Letters from Maine

The fog may be lifting


One of the common symptoms described by postconcussion patients is that their heads feel a bit foggy. It may not be simply by chance that “foggy” is the best word to describe the atmosphere surrounding the entire field of concussion diagnosis and management.

A boy is having his head wrapped following a concussioin. KatarzynaBialasiewicz/Thinkstock

Back in the Dark Ages, when the diagnosis of concussion was a simpler binary call, the issue of management seldom created much discussion. If the patient lost consciousness or was amnesic, he (it was less frequently she) could return to activity when his headache was gone and he could remember what he was supposed to do when the quarterback called for a “Red 34, Drive Right Smash” play. That may have even been during the second half of the game in which he was injured.

As it became more widely understood that the diagnosis of concussion didn’t require loss of consciousness and that repeated concussions could have serious sequelae, management became a bit fuzzier. No one had thought much about the recuperative process. Into this vacuum came a wide variety of researchers and providers. Concussion management blossomed into a cottage industry, populated by neurologists, orthopedists, trainers, sports medicine specialists, and physical therapists. Not surprisingly, much of their advice was based on unproven assumptions, including the concept of “brain rest.”

It has taken time, but fortunately, folks with patience and wisdom have questioned these assumptions and begun collecting data. The result of these investigations and others has prompted the American Academy of Pediatrics to publish an updated set of guidelines on concussion management that includes the observation that extended school absence may slow the rehabilitation process (Pediatrics. 2018 Dec. doi: 10.1542/peds.2018-3074).

It is becoming clear that management of concussion can be rather complex and must be individualized to each patient. In my experience, the postconcussion period can unmask behavioral, cognitive, and emotional problems that were preexisting but had received little or no attention. For example, the trauma of the event may trigger anxiety about further injury or exacerbate depression that had been building for years. The student who “couldn’t do algebra” following a head injury may have had a lifelong learning disability that had gone unnoticed. The student athlete with prolonged postconcussion symptoms may indeed have another more serious problem. Hopefully, the new guidelines from the AAP will be a first step toward a more thoughtful and scientifically driven approach to concussion management.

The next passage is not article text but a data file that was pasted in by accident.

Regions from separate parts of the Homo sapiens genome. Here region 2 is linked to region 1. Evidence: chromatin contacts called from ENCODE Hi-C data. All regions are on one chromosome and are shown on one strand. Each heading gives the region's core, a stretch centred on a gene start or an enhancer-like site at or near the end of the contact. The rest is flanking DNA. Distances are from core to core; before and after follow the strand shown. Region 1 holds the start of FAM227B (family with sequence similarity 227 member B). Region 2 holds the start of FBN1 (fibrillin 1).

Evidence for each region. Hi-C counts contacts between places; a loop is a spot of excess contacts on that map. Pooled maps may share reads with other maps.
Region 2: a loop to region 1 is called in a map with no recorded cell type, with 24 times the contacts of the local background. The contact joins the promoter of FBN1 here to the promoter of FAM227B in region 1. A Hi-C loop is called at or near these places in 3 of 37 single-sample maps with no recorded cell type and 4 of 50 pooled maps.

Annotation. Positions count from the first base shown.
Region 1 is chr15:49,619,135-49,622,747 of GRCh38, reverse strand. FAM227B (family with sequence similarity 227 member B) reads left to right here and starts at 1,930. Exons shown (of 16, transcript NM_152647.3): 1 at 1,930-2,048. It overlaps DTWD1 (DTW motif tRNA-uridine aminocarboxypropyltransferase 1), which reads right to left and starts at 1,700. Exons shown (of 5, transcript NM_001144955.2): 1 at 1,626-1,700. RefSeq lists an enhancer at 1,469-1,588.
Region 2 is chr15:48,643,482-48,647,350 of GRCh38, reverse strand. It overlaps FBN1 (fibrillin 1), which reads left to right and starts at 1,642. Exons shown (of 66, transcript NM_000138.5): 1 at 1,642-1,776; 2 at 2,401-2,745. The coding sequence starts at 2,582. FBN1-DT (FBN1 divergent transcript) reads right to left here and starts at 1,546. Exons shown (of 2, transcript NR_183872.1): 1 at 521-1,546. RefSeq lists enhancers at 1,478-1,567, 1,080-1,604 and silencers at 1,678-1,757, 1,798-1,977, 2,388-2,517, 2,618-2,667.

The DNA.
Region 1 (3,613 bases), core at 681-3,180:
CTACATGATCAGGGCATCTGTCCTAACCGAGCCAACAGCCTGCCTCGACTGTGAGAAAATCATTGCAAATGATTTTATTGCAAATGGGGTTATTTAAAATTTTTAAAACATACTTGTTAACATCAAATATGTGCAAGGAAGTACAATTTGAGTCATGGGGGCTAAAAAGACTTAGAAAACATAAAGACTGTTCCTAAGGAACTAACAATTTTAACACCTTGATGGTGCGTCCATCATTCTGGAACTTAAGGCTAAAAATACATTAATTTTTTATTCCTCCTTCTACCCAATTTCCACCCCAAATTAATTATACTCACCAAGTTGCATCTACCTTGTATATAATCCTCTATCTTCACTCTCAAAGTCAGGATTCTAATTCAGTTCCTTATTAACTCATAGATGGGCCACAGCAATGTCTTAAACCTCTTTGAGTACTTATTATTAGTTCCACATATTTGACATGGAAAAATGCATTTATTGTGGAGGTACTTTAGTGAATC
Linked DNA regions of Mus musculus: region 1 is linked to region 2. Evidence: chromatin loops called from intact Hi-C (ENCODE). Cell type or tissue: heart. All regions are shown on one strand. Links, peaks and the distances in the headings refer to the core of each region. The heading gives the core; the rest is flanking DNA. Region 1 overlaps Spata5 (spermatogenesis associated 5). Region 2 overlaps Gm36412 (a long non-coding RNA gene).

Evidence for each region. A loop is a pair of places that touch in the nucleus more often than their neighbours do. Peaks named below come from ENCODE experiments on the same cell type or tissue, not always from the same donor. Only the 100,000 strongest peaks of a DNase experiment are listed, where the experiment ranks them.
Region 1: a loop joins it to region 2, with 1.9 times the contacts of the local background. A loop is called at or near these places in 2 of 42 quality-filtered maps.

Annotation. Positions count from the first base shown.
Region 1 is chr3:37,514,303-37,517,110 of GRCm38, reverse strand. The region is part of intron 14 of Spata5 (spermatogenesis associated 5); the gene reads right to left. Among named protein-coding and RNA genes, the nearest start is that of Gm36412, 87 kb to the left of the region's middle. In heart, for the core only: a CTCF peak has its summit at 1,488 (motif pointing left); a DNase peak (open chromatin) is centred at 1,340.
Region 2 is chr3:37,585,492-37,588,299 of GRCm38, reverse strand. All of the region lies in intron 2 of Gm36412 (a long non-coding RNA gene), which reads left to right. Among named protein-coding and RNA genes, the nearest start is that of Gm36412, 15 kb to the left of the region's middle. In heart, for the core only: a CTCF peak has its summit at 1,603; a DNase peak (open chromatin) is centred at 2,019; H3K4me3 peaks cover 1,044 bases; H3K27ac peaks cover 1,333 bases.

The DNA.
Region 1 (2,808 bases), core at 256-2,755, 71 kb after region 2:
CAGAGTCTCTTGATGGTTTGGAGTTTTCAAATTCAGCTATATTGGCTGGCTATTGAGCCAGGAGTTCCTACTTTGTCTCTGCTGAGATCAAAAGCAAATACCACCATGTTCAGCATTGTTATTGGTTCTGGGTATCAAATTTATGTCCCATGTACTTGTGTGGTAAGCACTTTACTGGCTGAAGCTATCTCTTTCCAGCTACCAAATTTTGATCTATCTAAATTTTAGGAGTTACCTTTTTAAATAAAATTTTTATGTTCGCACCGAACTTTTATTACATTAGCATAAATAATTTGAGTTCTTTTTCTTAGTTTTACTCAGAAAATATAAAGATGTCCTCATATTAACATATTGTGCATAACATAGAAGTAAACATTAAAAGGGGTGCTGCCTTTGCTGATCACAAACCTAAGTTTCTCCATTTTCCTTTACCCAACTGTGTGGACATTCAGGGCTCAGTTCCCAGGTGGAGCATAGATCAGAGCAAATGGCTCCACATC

Dr. William G. Wilkoff practiced primary care pediatrics in Brunswick, Maine, for nearly 40 years.

Dr. William G. Wilkoff

It would be nice if that approach could filter down to the management of the more common but less dramatic pediatric injuries. There is hope. Choosing Wisely – a patient/parent–targeted initiative by the American Board of Internal Medicine Foundation in cooperation with the AAP – points out that, although half of the pediatric head injury patients seen in emergency departments received CT scan, only a third of those studies were indicated. Parents are encouraged to learn more about the risks of CT scans and question the physician when one is recommended.

But, doctors’ habits and old wives’ tales die slowly. I hope that you no longer recommend that parents keep their children awake after a head injury, or wake them every hour to check their pupils. Those counterproductive recommendations make about as much sense as staying out of the swimming pool for an hour after eating a chocolate chip cookie.

Dr. Wilkoff practiced primary care pediatrics in Brunswick, Maine, for nearly 40 years. He has authored several books on behavioral pediatrics, including “How to Say No to Your Toddler.” Email him at [email protected].

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